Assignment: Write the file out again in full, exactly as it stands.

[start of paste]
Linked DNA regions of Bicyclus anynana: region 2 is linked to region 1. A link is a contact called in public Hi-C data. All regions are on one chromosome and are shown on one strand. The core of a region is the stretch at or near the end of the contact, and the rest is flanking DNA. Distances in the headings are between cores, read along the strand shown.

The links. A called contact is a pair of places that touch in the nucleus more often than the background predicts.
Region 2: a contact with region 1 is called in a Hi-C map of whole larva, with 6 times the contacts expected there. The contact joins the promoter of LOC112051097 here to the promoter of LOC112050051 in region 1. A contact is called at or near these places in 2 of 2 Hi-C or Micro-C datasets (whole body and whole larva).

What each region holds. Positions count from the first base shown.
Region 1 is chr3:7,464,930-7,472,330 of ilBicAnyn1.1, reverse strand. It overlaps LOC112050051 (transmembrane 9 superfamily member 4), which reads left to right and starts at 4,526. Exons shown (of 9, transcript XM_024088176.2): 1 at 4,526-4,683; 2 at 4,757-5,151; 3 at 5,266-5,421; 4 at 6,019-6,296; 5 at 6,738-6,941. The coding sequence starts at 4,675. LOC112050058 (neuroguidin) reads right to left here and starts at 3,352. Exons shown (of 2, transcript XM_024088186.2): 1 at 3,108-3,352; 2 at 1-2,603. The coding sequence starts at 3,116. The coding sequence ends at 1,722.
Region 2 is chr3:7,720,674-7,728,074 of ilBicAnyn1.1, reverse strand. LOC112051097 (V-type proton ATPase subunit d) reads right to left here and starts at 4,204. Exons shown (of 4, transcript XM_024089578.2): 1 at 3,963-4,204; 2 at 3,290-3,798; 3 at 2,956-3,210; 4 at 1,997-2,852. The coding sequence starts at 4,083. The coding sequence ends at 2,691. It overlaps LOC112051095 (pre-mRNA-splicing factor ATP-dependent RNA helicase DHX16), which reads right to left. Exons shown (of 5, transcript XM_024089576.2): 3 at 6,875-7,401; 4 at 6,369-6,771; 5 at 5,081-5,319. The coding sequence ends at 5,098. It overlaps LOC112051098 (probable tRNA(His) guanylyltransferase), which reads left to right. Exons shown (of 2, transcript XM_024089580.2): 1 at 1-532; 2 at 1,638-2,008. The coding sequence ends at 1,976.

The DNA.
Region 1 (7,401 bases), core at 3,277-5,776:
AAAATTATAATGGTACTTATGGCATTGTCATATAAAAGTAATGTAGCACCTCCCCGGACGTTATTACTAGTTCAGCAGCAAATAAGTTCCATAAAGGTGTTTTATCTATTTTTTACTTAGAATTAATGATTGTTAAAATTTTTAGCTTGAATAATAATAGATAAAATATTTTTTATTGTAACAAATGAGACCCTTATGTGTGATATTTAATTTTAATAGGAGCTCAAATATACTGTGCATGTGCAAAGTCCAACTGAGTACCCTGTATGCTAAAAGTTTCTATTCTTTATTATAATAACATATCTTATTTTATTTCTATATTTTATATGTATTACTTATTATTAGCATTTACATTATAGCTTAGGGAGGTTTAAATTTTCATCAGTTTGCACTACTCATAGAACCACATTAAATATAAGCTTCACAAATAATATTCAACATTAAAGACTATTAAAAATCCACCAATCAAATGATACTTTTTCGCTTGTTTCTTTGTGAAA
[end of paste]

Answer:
Linked DNA regions of Bicyclus anynana: region 2 is linked to region 1. A link is a contact called in public Hi-C data. All regions are on one chromosome and are shown on one strand. The core of a region is the stretch at or near the end of the contact, and the rest is flanking DNA. Distances in the headings are between cores, read along the strand shown.

The links. A called contact is a pair of places that touch in the nucleus more often than the background predicts.
Region 2: a contact with region 1 is called in a Hi-C map of whole larva, with 6 times the contacts expected there. The contact joins the promoter of LOC112051097 here to the promoter of LOC112050051 in region 1. A contact is called at or near these places in 2 of 2 Hi-C or Micro-C datasets (whole body and whole larva).

What each region holds. Positions count from the first base shown.
Region 1 is chr3:7,464,930-7,472,330 of ilBicAnyn1.1, reverse strand. It overlaps LOC112050051 (transmembrane 9 superfamily member 4), which reads left to right and starts at 4,526. Exons shown (of 9, transcript XM_024088176.2): 1 at 4,526-4,683; 2 at 4,757-5,151; 3 at 5,266-5,421; 4 at 6,019-6,296; 5 at 6,738-6,941. The coding sequence starts at 4,675. LOC112050058 (neuroguidin) reads right to left here and starts at 3,352. Exons shown (of 2, transcript XM_024088186.2): 1 at 3,108-3,352; 2 at 1-2,603. The coding sequence starts at 3,116. The coding sequence ends at 1,722.
Region 2 is chr3:7,720,674-7,728,074 of ilBicAnyn1.1, reverse strand. LOC112051097 (V-type proton ATPase subunit d) reads right to left here and starts at 4,204. Exons shown (of 4, transcript XM_024089578.2): 1 at 3,963-4,204; 2 at 3,290-3,798; 3 at 2,956-3,210; 4 at 1,997-2,852. The coding sequence starts at 4,083. The coding sequence ends at 2,691. It overlaps LOC112051095 (pre-mRNA-splicing factor ATP-dependent RNA helicase DHX16), which reads right to left. Exons shown (of 5, transcript XM_024089576.2): 3 at 6,875-7,401; 4 at 6,369-6,771; 5 at 5,081-5,319. The coding sequence ends at 5,098. It overlaps LOC112051098 (probable tRNA(His) guanylyltransferase), which reads left to right. Exons shown (of 2, transcript XM_024089580.2): 1 at 1-532; 2 at 1,638-2,008. The coding sequence ends at 1,976.

The DNA.
Region 1 (7,401 bases), core at 3,277-5,776:
AAAATTATAATGGTACTTATGGCATTGTCATATAAAAGTAATGTAGCACCTCCCCGGACGTTATTACTAGTTCAGCAGCAAATAAGTTCCATAAAGGTGTTTTATCTATTTTTTACTTAGAATTAATGATTGTTAAAATTTTTAGCTTGAATAATAATAGATAAAATATTTTTTATTGTAACAAATGAGACCCTTATGTGTGATATTTAATTTTAATAGGAGCTCAAATATACTGTGCATGTGCAAAGTCCAACTGAGTACCCTGTATGCTAAAAGTTTCTATTCTTTATTATAATAACATATCTTATTTTATTTCTATATTTTATATGTATTACTTATTATTAGCATTTACATTATAGCTTAGGGAGGTTTAAATTTTCATCAGTTTGCACTACTCATAGAACCACATTAAATATAAGCTTCACAAATAATATTCAACATTAAAGACTATTAAAAATCCACCAATCAAATGATACTTTTTCGCTTGTTTCTTTGTGAAA